Tour the world’s ancient sites with an archaeologist in tow.

Once in a while, every traveler requires a decadently lowkey vacation to “recharge”—think dreamy days of poolside dozing and frozen daiquiris at the swim-up bar. Yet sometimes it’s preferable to combine a little learning with the lounging. A certain type of jetsetter likes to simply wander a town, getting lost among new sites, sounds, smells and tastes. But another subset of explorers feels more connected to surroundings after they’ve absorbed some of the destination’s history and culture; for this latter group, there’s AIA.

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The shores of Mykonos in Greece (© R. Todd Nielsen)

For more than 25 years, the Archaeological Institute of America (AIA), has hosted land and sea tours that allow participants to delve a little deeper. North America’s oldest and largest organization dedicated to the world of archaeology, the AIA was founded in 1879 and chartered by the United States Congress in 1906. With many of its programs, the Institute caters to students and professional archaeologists. With its tours, however, anyone can join; members of the public get to truly dig in at stunning, world-renowned sites of archaeological and cultural interest.

So what can participants expect? Todd Nielsen (Director AIA Tours) says that these excursions “offer a variety of excellent-quality itineraries worldwide, each accompanied by an expert (an archaeologist, usually), focusing primarily on archaeology and history, of course, but also touching on the closely-related topics of art history, architecture, anthropology, ethnology, medieval history and/or mythology.” When possible, attendees also get to experience “distinctive, traditional or contemporary culture (through the culinary, visual and/or performing arts).” Once at the designated destination, AIA lecturers and local guides attempt to “bring the sites to life” through guided walks and discussions.

Most AIA travelers are well-traveled, well-educated professionals who represent diverse fields and backgrounds. According to Nielsen, these folks are “curious and/or enthusiastic about learning about different cultures, past and present.” If archaeology or ancient history piques one’s interest, AIA is the perfect fit.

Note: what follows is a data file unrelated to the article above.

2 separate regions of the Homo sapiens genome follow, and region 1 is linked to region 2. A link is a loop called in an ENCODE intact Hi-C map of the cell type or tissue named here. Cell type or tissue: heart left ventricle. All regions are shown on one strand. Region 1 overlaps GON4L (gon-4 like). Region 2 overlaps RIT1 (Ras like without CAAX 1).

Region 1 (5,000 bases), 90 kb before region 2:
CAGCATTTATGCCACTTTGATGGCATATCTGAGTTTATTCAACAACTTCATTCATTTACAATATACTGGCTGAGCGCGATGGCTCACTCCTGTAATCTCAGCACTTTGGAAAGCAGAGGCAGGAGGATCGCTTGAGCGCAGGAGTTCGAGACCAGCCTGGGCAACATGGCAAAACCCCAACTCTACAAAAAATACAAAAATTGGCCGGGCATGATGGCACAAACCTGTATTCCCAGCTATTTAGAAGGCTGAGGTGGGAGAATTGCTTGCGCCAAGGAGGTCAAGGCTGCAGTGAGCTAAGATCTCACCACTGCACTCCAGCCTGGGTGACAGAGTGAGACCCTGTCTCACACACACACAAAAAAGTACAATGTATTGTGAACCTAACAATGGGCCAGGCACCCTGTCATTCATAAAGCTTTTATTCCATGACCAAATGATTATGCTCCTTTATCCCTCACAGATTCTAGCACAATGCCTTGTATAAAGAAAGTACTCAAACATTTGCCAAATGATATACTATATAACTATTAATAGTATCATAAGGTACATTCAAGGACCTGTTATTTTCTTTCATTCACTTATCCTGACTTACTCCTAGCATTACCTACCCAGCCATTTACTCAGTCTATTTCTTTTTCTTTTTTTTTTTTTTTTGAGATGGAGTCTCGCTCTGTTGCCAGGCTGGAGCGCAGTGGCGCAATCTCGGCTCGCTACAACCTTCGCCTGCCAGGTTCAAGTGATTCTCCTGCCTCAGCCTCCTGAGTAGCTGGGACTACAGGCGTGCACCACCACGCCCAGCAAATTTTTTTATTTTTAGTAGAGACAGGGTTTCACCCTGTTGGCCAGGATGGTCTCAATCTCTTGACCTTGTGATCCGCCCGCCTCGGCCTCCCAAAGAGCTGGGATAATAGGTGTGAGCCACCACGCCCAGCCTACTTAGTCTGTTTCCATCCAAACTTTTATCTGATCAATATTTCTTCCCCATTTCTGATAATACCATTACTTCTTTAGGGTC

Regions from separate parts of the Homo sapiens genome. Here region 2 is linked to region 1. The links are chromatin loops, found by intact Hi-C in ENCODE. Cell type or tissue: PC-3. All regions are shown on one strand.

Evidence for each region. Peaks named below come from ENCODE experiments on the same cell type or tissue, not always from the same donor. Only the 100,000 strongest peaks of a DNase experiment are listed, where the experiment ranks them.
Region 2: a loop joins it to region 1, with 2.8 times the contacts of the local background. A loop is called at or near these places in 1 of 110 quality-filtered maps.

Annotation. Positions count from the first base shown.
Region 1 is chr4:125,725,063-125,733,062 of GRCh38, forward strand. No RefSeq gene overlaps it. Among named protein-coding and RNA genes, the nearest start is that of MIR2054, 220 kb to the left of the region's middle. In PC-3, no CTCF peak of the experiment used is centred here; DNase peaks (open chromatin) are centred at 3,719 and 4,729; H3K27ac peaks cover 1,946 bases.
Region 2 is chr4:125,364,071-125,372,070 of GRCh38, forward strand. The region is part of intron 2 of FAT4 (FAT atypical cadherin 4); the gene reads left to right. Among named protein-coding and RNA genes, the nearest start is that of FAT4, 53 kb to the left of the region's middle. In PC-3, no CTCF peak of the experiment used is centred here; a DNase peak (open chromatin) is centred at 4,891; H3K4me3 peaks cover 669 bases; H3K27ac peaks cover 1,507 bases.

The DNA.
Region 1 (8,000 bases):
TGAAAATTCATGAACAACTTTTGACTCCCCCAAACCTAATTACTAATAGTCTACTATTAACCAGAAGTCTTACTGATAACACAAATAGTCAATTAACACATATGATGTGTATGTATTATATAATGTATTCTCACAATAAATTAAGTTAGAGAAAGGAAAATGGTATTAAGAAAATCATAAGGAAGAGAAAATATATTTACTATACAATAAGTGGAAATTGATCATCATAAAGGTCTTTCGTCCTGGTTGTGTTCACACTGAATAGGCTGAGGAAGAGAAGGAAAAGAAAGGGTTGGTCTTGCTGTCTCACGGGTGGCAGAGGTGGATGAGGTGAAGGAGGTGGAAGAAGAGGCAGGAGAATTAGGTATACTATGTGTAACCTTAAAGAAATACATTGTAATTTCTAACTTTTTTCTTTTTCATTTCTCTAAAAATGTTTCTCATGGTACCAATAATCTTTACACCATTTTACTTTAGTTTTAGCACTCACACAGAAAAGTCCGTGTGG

Later this summer, two AIA tours take visitors aboard the Aegean Odyssey, an elegant, 350-guest cruise ship that comfortably lodges passengers amid a variety of cabins, staterooms and suites. “Circumnavigation of the Black Sea” sails from August 30 through September 13, to explore the alluring Black Sea, which has served as a scenic, cultural crossroads for thousands of years. En route, guests learn about ancient, medieval and modern history (from the ancient Greeks to Stalin) as they discover ancient Greek ruins, Byzantine churches and Tartar and Russian palaces. The adventure begins and ends in sensational Istanbul—a feast for the senses—in the meantime cruising counterclockwise around the Black Sea with pit stops in Georgia, Russia, Ukraine and Bulgaria.

“Exploring the Aegean: Istanbul to Athens” pushes off September 10 and docks September 27, allowing passengers to enjoy the archaeological sites and dramatic landscapes of the Greek Isles and the western coast of Turkey. Think Byzantine and Ottoman architectural wonders in Istanbul, a partially reconstructed Minoan palace at Knossos and the natural beauty found on such islands as Delos, Mykonos and Skiathos.

Aboard the Aegean Odyssey, guests live the good life, enjoying fine cuisine and complimentary house wine, beer and soft drinks at the Marco Polo Restaurant and Terrace Café (with seating options indoors or under the stars). Public areas on the intimate vessel range from an observation lounge, Internet center, health spa and beauty salon to a spacious sun deck and pool. Added bonus: A musical trio brings entertainment to the ship daily.

From September 3 through 15, on a land tour titled “Prehistoric Cave Art of Spain & France,” guests travel with world-renowned archaeological author Paul Bahn through some of southwestern Europe’s most extraordinary prehistoric caves. Highlights include Altamira II, a replica of the site often referred to as the “Sistine Chapel of prehistoric art;” Atapuerca, the most significant early human site in western Europe; plus Las Monedas Cave and Cueva del Castillo, where artists painted 180 animal likenesses some 12,000 to 14,000 years ago. The tours also explore archaeological and ethnographic museums, the medieval Château de Beynac and quaint, “storybook” towns like Santillana del Mar and San Sebastian. And of course, tour goers also indulge in top-notch accommodations, cuisine and wine—arguably the best parts of overseas travel.

With AIA, tour goers simultaneously take a vacation and help create revenue for the institution’s do-gooding mission (which includes fostering an appreciation of our globe’s diverse cultures and advocating the preservation of the world’s archaeological heritage). Nielsen concludes, “AIA Tours offer the discerning traveler generous comfort, good food and top-shelf educational travel experiences in the company of expert leaders and a small group of like-minded fellow travelers.” Who are we to argue with that? Onward, ho!

www.archaeological.org

All photos courtesy of Archaeological Institute of America (AIA)